Fingerprints, millions of them, are swapped and checked daily among federal agencies and between the FBI, and state and local police. That’s a huge leap from the humble beginnings of one of the first forensic sciences.
Jerry Pender, deputy assistant director for the Criminal Justice Information Services Division, told Federal News Radio the FBI started fingerprinting on a national level in 1926. Until 1999 the system was completely manual and the turnaround time for processing a print request was six months. After the integrated automated fingerprint identification system (IAFIS) was rolled out in 1999, processing times dropped to 24 hours for civil and two hours for criminal cases. That breakthrough, said Pender, was revolutionary at the time, “but now, with the latest mission and the increased volumes and focus on homeland security, there was a requirement to take that down from days and hours to minutes and seconds.”
In order to meet those new needs, the FBI awarded Lockheed Martin a contract for the first major fingerprinting system upgrade in more than a decade: the FBI’s Next Generation Identification (NGI) system.
According to Pender, the “biggest advance” has been building NGI “on commodity LINUS hardware.” This means, he explained, that with a database of 65 million people, each with 10 fingers, “NGI has the ability to do nine trillion individual finger to finger comparisons per hour.”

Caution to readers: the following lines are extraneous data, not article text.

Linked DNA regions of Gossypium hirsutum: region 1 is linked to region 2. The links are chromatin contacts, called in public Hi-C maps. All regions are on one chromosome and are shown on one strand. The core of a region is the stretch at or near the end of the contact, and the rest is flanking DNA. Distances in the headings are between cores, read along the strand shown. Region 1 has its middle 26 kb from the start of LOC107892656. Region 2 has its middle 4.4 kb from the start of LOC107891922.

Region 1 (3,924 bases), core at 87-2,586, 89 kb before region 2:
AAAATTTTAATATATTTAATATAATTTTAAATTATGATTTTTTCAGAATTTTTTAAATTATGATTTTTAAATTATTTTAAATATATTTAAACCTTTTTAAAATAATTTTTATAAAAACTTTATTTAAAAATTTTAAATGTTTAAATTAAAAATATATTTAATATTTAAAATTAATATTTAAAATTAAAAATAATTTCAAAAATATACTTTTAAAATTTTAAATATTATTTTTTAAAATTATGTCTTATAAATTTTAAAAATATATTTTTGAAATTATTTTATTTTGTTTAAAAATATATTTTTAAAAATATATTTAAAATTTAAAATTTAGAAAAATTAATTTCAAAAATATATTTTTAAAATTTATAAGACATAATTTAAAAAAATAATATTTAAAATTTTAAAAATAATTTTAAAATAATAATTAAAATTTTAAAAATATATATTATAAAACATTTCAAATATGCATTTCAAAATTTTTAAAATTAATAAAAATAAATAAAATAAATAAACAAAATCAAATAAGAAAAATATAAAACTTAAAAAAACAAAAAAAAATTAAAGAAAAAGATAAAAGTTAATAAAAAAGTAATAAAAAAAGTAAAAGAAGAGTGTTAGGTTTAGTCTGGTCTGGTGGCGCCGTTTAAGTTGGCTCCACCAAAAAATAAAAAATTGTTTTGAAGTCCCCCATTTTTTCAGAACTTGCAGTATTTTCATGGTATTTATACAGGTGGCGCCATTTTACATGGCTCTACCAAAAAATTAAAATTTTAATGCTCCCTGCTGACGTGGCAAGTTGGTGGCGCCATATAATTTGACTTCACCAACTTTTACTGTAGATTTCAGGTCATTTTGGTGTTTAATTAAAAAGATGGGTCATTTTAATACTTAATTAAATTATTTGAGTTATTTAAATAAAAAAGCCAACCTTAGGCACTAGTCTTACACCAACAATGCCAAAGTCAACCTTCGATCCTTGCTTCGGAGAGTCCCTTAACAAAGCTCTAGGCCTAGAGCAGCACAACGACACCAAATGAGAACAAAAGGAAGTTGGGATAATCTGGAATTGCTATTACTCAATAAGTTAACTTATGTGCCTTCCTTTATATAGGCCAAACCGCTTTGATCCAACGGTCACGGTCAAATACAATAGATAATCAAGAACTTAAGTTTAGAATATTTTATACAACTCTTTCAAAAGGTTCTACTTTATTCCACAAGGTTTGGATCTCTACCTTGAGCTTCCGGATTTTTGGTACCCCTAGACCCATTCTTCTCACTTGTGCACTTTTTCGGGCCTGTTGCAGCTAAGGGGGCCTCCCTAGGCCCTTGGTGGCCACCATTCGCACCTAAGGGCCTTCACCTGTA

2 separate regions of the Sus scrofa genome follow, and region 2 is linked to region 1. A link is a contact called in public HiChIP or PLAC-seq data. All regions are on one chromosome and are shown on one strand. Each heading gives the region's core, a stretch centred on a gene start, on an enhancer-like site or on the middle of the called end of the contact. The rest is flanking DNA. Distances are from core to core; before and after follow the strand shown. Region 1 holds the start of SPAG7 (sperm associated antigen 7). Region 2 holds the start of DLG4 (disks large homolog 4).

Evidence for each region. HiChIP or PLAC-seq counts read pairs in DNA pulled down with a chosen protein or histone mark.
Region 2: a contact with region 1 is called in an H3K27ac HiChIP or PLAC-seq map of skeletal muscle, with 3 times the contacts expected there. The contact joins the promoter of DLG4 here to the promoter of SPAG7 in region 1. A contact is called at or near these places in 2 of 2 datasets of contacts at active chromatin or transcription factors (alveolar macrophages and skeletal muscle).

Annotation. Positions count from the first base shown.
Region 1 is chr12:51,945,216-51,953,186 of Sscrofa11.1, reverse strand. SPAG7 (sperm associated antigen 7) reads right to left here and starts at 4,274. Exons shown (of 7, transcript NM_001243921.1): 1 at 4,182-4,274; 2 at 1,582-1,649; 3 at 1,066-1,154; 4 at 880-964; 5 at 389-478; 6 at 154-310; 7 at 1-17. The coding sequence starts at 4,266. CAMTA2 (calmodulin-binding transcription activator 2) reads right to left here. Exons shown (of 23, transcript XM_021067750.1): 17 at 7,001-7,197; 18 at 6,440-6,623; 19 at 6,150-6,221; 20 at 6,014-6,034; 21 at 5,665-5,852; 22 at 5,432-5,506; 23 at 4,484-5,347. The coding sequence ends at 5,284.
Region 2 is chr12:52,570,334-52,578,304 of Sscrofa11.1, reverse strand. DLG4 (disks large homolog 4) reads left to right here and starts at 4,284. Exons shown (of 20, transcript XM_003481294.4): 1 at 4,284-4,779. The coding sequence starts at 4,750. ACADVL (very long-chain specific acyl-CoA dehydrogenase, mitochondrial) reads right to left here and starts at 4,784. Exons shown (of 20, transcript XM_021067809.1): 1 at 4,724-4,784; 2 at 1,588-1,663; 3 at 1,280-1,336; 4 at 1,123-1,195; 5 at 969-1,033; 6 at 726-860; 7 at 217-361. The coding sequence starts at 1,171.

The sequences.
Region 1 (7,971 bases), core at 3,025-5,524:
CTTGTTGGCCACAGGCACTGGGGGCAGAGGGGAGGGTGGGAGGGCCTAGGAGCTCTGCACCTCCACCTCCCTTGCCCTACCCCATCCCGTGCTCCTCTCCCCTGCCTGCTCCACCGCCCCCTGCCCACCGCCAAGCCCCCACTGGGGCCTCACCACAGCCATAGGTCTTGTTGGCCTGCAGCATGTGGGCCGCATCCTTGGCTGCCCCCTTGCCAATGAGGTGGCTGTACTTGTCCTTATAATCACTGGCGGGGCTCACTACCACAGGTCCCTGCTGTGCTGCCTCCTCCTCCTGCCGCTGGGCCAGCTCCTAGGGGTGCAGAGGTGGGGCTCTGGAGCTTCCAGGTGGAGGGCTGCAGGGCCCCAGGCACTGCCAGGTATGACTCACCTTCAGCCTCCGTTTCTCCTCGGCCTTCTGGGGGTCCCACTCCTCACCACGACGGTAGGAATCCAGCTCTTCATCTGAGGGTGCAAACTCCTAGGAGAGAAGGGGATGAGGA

In addition, where IAFIS handled rolled fingerprints, NGI will support “flat fingerprints; palm prints; facial recognition; scars, marks and tattoos and iris recognition.”
But NGI isn’t stopping there. Next up, according to a Lockheed press release, is RISC.
Increment 2: Repository for Individuals of Special Concern (RISC), is also progressing according to schedule. Now in the final stages of development, this phase will provide law enforcement users more speed and flexibility in how they search the FBI’s RISC fingerprint database, which includes Wanted Persons, Known or Appropriately Suspected Terrorists, Sex Offenders Registry subjects, and other persons of special interest.
These are “the worst of the worst records, the real bad guys,” said Pender.”Active wants and warrants, sexual offenders, known or suspected terrorists, and we’re providing that really rapid access through hand-held wireless devices so that when police are on the street, they’re able to identify people before they take them into custody. We have a pilot with that going on in Houston and they’ve been getting very, very good results.”
“Like an app for your iPhone?” asked Federal Drive anchor Amy Morris.
“I don’t know that iPhones are there yet,” replied Pender, “but that will certainly be the kind of vision. Whatever the frontline police officers have, whatever kind of mobile devices, and certainly iPhones isn’t something we have right now, but I could imagine that type of thing happening.”